All things being equal, lower lofts yield higher ball speeds and generally speaking, more distance. It’s the primary reason a 6-iron goes farther than a 7-iron. Though industry types don’t love the term, loft-jacking is a reality in any category where distance is often a point of emphasis. Erasing the 9 in favor of an 8 is the simplest way to add some yards, but there can be validity to the notion of responsible loft-jacking, which requires manipulation of the center of gravity location to maintain playable launch conditions.
As discretionary weight is moved lower and farther away from the geometric center of the clubface, lower lofts are necessary to maintain comfortable launch windows. Without a decrease in static loft, shots would launch too high without much in the way of increased carry distance. Therefore, the lower/more rearward engineers can get the CG; theoretically, the more aggressively loft can be decreased. The too often fine print in all of that is that while loft-jacking can work for some, and quietly benefits higher swing speed players, for moderate swing speed players, too low launch, spin, and everything that comes with it, is an all too common result.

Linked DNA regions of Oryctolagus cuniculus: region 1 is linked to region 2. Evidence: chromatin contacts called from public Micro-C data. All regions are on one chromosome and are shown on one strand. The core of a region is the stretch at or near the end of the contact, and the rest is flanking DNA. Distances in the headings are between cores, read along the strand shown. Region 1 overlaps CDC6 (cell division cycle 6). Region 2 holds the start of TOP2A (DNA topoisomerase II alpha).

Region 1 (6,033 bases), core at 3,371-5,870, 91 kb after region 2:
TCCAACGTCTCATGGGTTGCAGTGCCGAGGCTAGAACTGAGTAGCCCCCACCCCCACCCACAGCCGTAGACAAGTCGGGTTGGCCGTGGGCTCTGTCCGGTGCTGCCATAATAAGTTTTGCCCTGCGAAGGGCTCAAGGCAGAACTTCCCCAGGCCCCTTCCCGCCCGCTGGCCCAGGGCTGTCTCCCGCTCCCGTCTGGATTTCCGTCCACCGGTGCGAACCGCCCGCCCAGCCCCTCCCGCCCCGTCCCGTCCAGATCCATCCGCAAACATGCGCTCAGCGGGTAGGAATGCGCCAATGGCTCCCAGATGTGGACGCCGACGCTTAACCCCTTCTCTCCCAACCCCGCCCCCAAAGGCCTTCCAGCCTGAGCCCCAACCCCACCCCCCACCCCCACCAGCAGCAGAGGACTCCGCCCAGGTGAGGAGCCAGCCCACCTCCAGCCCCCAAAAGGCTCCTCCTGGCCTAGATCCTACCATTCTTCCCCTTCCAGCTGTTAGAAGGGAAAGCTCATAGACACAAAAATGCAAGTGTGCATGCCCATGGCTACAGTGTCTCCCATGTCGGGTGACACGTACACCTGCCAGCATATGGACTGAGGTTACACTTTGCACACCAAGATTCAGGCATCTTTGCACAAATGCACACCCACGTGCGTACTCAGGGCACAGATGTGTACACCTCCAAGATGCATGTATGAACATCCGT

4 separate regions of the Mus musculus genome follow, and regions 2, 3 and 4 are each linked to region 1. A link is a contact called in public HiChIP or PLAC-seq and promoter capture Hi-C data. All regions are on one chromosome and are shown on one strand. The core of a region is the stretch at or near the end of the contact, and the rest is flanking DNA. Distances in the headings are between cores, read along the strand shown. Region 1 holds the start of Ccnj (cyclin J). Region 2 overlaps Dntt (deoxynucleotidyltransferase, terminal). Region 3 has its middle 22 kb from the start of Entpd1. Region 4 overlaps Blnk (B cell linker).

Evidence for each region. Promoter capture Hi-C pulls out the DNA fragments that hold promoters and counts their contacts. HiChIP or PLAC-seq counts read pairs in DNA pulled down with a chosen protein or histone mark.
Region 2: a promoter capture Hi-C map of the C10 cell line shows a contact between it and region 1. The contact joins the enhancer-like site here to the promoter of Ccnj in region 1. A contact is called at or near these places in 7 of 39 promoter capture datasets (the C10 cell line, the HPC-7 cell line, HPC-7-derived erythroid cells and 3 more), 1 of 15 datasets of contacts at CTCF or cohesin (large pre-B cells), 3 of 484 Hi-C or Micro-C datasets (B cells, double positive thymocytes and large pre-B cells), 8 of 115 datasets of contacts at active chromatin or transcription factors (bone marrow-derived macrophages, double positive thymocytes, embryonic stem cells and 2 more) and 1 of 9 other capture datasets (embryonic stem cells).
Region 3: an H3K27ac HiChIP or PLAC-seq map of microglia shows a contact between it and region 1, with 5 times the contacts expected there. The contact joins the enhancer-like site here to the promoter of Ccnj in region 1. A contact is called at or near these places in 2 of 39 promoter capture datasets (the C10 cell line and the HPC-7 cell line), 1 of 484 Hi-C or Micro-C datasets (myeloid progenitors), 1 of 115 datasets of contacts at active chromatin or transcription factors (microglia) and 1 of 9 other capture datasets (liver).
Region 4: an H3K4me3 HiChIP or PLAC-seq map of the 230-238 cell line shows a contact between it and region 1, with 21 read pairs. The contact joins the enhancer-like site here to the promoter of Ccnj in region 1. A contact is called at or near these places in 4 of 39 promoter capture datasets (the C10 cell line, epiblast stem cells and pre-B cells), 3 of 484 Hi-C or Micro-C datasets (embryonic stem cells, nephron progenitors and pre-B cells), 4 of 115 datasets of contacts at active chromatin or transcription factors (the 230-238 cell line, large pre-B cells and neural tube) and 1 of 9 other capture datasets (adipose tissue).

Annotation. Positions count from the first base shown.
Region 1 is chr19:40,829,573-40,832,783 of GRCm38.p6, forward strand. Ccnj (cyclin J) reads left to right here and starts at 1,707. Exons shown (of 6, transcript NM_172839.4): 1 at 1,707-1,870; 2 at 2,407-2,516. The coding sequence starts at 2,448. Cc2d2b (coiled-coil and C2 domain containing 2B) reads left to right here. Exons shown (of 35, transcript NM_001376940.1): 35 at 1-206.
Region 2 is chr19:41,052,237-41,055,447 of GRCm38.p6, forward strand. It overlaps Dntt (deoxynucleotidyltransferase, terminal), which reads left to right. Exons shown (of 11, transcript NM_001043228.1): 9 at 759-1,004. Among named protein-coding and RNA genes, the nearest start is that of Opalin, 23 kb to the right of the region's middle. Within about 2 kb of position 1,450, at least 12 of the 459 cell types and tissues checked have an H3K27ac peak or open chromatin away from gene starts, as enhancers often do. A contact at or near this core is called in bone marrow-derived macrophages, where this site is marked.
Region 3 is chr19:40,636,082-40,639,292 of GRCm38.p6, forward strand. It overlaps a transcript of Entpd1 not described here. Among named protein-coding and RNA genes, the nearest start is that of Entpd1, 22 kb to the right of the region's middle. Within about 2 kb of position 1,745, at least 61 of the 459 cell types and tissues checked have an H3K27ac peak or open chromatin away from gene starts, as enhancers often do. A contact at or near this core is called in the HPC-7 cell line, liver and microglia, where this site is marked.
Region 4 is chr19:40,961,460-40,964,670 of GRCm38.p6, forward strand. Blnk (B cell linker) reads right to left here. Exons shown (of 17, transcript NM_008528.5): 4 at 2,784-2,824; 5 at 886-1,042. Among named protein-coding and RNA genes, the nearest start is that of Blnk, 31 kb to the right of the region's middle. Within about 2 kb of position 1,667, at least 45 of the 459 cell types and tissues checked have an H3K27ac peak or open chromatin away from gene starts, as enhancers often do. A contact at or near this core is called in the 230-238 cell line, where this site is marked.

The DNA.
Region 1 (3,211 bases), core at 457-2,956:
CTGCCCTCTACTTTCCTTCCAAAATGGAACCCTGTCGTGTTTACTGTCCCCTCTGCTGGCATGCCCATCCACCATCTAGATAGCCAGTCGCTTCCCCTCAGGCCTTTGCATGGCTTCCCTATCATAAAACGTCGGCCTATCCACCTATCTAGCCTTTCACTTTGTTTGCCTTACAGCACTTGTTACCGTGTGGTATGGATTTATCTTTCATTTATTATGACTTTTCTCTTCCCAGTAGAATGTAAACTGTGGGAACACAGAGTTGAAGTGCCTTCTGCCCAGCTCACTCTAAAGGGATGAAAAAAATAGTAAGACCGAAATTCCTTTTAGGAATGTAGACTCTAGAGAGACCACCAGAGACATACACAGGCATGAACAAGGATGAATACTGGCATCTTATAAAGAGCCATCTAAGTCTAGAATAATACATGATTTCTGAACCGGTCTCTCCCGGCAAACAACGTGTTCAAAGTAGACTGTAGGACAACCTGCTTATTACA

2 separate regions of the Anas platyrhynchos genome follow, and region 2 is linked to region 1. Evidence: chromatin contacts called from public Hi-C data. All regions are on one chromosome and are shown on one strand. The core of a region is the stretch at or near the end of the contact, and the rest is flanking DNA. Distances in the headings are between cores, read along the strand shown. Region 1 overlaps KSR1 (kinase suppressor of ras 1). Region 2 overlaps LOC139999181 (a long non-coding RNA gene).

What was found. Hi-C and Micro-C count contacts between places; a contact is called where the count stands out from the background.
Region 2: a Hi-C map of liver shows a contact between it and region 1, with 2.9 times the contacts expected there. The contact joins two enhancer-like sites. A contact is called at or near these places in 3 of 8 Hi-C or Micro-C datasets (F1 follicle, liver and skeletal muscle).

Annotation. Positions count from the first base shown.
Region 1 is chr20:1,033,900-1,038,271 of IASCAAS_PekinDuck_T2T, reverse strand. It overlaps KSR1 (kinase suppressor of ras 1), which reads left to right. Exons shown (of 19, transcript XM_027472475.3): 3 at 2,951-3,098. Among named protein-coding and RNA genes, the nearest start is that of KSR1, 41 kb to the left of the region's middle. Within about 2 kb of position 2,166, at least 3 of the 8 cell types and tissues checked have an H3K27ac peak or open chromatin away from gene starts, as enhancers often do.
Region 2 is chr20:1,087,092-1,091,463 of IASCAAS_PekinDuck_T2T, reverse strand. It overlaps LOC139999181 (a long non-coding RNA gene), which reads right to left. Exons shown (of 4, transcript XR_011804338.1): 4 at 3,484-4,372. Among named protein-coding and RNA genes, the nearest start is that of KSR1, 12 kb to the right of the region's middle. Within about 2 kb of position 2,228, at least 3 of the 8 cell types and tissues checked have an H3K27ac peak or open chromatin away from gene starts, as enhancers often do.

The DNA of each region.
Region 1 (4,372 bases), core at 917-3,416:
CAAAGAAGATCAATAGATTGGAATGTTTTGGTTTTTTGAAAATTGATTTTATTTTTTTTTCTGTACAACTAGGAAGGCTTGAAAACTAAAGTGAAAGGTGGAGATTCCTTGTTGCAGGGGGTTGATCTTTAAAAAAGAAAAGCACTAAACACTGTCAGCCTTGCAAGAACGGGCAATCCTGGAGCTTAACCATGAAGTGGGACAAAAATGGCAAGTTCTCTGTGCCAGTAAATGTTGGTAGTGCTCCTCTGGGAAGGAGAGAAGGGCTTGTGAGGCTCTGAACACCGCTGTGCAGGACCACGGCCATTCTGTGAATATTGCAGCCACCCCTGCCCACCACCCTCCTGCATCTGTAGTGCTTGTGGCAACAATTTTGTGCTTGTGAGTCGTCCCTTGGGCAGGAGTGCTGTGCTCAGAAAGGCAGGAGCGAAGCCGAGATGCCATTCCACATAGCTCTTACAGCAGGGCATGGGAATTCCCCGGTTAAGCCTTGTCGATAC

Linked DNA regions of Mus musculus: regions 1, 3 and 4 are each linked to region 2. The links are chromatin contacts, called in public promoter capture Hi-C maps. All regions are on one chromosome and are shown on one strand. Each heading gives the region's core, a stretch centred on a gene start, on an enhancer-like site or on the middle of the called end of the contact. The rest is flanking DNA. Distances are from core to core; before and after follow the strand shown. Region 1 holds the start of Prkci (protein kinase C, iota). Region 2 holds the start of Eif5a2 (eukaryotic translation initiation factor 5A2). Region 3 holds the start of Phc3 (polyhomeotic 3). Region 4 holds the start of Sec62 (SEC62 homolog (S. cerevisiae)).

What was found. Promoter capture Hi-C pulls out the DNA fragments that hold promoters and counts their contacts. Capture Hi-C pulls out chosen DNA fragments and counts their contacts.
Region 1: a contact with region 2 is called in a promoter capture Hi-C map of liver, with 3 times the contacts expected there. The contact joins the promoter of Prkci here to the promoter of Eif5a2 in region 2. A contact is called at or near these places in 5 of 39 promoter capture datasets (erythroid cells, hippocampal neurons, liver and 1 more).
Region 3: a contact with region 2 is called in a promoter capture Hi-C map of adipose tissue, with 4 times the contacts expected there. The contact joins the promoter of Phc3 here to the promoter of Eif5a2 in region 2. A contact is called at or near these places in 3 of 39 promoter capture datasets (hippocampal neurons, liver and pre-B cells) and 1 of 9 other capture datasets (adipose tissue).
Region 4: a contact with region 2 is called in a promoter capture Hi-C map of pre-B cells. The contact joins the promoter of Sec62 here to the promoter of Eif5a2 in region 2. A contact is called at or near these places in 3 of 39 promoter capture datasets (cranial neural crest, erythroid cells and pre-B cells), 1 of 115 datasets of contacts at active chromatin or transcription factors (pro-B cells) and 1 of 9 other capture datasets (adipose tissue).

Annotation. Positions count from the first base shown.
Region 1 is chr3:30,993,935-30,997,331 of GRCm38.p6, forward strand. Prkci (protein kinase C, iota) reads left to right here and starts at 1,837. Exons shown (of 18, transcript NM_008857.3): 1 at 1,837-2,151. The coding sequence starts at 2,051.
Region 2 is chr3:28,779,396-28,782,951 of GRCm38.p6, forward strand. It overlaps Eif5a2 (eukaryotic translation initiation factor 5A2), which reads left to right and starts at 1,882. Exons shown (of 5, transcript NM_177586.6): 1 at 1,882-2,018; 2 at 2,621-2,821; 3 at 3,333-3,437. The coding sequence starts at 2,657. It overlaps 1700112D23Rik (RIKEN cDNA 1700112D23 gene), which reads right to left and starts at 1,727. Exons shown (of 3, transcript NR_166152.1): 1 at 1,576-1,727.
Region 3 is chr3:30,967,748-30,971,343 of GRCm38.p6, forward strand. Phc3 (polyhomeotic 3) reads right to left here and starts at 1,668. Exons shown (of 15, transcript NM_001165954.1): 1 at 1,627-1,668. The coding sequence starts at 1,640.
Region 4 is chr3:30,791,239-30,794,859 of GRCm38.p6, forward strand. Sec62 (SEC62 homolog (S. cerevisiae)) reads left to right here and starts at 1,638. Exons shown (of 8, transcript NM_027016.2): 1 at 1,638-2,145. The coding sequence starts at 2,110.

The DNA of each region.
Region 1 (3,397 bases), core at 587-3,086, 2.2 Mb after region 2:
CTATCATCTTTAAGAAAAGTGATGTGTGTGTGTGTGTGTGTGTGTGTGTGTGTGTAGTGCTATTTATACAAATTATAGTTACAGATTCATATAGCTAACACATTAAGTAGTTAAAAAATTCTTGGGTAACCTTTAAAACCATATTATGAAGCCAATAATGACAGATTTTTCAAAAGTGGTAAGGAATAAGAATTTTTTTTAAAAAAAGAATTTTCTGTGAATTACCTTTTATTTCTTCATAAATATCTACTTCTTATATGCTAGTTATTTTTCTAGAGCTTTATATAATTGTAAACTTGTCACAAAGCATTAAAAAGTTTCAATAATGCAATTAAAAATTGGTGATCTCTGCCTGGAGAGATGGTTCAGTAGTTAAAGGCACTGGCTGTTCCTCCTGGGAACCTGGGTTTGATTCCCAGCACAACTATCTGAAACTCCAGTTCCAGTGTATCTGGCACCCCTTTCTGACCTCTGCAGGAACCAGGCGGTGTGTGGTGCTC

So, are Atomic irons loft-jacked? Yes. Our measurements put the Atomic 7-iron at 26.5° degrees whereas most 7-irons in the GI category hover around 30°. In fact, of the 16 models in our 2019 Most Wanted Game Improvement Iron testing, 14 models had 7-iron lofts between 29.25°-31.5° and two models (Atomic and Tour Edge EXS) came in at 26.5°.
The decrease in loft contributes to the distance boost, but according to Dave Michaels, Senior Project Manager for Dick’s Sporting Goods, it’s the design, materials and construction process executed by Performax which sets the Atomic iron apart from competitors.
Quick refresher; Performax is the entity behind club R&D and production for the Tommy Armour line, as well as several JDM brands (PRGR, OnOff, Yamaha, XXIO, Ryoma), along with Tour Edge. Moreover, it’s the only factory in the world that uses a combo-brazing process. When adhering different parts of a club together (think titanium cup face to stainless steel body), there are effectively two options – welding or brazing. Welding melts and fuses two base metals by applying concentrated heat at the joint. It’s cheaper, heavier and requires finishing to remove excess material. Brazing, on the other hand, uses a lower-temperature filler metal to bond the two base metals. Brazing is quite a bit more expensive, but it saves valuable weight and doesn’t require grinding, which creates greater consistency from part to part.
According to Performax, the primary reason we haven’t seen this technology from major US brands is production cost. Simply, razor thin margins and a need to maximize profit at every step have thus far prevented large OEMs from going this route. Those that have (Tour Edge and Tommy Armour) say they’ve sacrificed a fair amount of profit to do so.